The Southern Scrub Robin is generally a ground dwelling bird that forages in the leaf litter. It is generally found in mallee and heathland in the semi arid areas in the southern parts of Australia. It can be found from Wyperfeld National Park in Victoria through to the West Coast.
It is a relatively dull and large robin, adults being around 22 centimetres (9 in) in length, of which around a third is the tail feathers. Most of the plumage is grey, except for a dullish red tail and patterned black-and-white wings. The legs are unusually long for a passerine, and are frequently used to hop through the dense heathland that forms the bird’s habitat, where it searches for insects and other small invertebrates.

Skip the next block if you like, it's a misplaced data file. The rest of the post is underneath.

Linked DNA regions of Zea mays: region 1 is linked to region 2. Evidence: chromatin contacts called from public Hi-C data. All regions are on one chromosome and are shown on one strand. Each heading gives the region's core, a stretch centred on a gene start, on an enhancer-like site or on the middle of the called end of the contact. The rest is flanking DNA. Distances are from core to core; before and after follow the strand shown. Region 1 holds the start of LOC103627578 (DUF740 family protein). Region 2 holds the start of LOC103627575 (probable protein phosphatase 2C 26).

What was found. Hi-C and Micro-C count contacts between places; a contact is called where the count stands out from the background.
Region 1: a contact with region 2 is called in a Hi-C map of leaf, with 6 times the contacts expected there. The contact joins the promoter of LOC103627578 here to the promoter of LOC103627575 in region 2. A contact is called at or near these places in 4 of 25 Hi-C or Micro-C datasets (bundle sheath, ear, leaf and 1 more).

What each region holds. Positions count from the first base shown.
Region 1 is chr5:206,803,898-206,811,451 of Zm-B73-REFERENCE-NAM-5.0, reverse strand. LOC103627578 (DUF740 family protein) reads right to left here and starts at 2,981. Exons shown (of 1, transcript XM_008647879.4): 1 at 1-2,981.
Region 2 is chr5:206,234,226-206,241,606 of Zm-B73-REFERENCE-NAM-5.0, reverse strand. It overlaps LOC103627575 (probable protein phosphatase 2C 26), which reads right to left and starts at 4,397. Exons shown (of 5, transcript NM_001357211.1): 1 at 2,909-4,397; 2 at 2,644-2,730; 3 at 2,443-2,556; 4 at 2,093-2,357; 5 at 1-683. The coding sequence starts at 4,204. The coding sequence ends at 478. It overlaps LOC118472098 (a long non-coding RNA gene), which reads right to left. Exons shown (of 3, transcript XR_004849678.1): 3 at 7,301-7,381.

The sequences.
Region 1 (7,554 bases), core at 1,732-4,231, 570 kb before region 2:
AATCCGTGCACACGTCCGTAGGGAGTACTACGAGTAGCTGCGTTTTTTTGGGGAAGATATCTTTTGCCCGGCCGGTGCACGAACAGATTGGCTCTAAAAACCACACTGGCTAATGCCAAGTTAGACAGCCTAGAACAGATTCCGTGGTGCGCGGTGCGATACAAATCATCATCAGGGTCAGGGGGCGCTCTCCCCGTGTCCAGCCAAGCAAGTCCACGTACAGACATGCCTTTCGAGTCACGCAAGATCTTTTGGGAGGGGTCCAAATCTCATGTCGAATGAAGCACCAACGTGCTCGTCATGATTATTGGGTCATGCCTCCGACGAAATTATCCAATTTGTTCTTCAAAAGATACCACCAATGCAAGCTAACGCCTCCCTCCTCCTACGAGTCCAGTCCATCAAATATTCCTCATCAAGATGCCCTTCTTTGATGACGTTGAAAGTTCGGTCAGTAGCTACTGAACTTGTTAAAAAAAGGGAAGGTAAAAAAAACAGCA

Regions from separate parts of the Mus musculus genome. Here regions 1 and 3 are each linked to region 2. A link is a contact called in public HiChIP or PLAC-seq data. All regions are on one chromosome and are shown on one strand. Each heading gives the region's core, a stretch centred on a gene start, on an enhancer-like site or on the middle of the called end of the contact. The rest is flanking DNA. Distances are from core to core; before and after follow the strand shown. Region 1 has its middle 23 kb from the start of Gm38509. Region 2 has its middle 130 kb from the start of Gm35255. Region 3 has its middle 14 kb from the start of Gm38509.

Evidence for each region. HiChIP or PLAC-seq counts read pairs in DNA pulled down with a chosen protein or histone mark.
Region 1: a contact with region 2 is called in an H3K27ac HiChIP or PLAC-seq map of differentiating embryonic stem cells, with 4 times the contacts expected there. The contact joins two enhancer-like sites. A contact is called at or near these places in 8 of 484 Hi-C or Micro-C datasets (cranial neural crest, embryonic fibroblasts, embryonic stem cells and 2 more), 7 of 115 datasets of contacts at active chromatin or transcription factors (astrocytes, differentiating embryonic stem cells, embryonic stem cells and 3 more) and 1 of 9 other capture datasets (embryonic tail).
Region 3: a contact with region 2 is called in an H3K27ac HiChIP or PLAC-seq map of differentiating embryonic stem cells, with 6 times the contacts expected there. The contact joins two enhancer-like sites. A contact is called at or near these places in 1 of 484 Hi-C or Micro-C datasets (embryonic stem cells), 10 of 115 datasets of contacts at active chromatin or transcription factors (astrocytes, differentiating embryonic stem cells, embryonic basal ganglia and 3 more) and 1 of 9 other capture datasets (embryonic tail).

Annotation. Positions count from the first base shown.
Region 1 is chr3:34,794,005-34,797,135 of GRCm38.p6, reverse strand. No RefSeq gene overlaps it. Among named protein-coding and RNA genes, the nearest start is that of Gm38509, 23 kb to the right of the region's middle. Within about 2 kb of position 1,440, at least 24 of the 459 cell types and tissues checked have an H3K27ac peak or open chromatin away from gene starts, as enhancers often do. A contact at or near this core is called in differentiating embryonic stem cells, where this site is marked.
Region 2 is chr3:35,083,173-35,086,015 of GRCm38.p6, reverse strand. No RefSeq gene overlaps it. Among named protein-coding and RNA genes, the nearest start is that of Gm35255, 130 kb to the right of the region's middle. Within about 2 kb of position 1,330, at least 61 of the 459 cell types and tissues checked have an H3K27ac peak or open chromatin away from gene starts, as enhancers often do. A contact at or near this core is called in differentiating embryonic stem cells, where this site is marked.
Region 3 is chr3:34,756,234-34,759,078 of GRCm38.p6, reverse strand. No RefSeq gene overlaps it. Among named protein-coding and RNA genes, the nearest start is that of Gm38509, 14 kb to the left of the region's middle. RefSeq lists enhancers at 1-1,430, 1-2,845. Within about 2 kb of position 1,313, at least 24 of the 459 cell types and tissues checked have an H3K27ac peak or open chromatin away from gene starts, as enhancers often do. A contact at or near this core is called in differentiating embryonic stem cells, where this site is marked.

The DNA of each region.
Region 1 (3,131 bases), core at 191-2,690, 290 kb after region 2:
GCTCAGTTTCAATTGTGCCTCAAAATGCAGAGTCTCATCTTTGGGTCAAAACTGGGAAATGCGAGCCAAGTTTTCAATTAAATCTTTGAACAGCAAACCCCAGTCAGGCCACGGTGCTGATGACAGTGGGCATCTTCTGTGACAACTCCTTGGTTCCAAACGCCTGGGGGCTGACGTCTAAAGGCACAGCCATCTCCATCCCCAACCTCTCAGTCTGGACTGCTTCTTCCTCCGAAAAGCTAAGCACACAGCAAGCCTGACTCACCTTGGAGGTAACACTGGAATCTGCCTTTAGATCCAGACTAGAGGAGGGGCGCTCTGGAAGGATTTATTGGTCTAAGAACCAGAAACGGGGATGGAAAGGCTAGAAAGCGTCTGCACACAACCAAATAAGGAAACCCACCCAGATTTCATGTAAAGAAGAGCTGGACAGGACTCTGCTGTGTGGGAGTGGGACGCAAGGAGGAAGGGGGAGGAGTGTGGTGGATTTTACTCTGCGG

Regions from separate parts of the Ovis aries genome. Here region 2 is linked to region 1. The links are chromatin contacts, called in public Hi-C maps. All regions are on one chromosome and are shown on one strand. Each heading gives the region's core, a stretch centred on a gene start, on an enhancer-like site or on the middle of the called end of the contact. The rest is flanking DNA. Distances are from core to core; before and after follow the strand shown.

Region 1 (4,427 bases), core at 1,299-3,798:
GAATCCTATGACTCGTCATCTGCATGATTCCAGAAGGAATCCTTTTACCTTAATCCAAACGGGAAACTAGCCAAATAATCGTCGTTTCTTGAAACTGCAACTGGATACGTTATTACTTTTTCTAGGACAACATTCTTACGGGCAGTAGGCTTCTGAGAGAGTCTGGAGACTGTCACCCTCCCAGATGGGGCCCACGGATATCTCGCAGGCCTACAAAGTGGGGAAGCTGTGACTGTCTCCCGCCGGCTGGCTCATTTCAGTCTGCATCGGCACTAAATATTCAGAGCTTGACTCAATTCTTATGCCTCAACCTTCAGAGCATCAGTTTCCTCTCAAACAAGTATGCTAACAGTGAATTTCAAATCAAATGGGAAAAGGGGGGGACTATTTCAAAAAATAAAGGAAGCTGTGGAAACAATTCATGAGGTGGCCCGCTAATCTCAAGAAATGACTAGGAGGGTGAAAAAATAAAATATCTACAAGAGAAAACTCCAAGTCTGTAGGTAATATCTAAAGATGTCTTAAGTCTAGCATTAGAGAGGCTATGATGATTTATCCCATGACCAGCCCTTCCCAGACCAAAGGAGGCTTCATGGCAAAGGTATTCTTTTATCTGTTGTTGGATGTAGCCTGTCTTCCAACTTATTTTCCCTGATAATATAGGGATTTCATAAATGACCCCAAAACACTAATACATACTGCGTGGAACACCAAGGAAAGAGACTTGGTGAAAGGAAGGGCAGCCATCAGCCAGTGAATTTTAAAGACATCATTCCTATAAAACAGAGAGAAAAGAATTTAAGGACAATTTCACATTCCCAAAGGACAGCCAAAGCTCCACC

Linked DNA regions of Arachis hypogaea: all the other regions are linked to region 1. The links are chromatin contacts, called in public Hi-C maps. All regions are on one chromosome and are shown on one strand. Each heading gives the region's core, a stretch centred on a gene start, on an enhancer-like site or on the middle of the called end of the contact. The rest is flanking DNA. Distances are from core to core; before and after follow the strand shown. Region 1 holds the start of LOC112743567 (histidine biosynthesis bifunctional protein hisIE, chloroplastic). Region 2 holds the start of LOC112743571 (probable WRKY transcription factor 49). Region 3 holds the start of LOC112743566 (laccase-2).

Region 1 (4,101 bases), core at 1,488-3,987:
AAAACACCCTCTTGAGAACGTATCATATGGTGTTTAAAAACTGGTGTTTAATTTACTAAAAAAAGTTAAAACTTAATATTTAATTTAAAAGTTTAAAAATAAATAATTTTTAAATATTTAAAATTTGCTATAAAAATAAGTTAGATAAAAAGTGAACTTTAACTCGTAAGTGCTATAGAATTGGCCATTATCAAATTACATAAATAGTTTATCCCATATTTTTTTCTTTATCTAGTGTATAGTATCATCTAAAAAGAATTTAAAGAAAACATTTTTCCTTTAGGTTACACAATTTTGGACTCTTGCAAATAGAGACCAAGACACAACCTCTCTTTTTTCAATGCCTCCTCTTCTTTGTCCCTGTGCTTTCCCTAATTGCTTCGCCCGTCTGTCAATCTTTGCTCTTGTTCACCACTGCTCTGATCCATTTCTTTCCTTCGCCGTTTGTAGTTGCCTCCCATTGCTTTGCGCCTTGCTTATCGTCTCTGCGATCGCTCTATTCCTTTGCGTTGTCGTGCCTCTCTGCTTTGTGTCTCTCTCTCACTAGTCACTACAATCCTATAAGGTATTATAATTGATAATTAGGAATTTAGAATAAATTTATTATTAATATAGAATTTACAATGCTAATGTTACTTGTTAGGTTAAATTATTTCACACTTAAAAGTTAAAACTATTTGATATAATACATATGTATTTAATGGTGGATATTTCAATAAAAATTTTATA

Unusually for a passerine, the southern scrub robin lays only a single egg, which is grey-green in colour for camouflage amongst the sclerophyllous flora that forms its habitat. Each year between July and December, an egg is laid in a nest of twigs on the ground, and which subsequently hatches after sixteen days.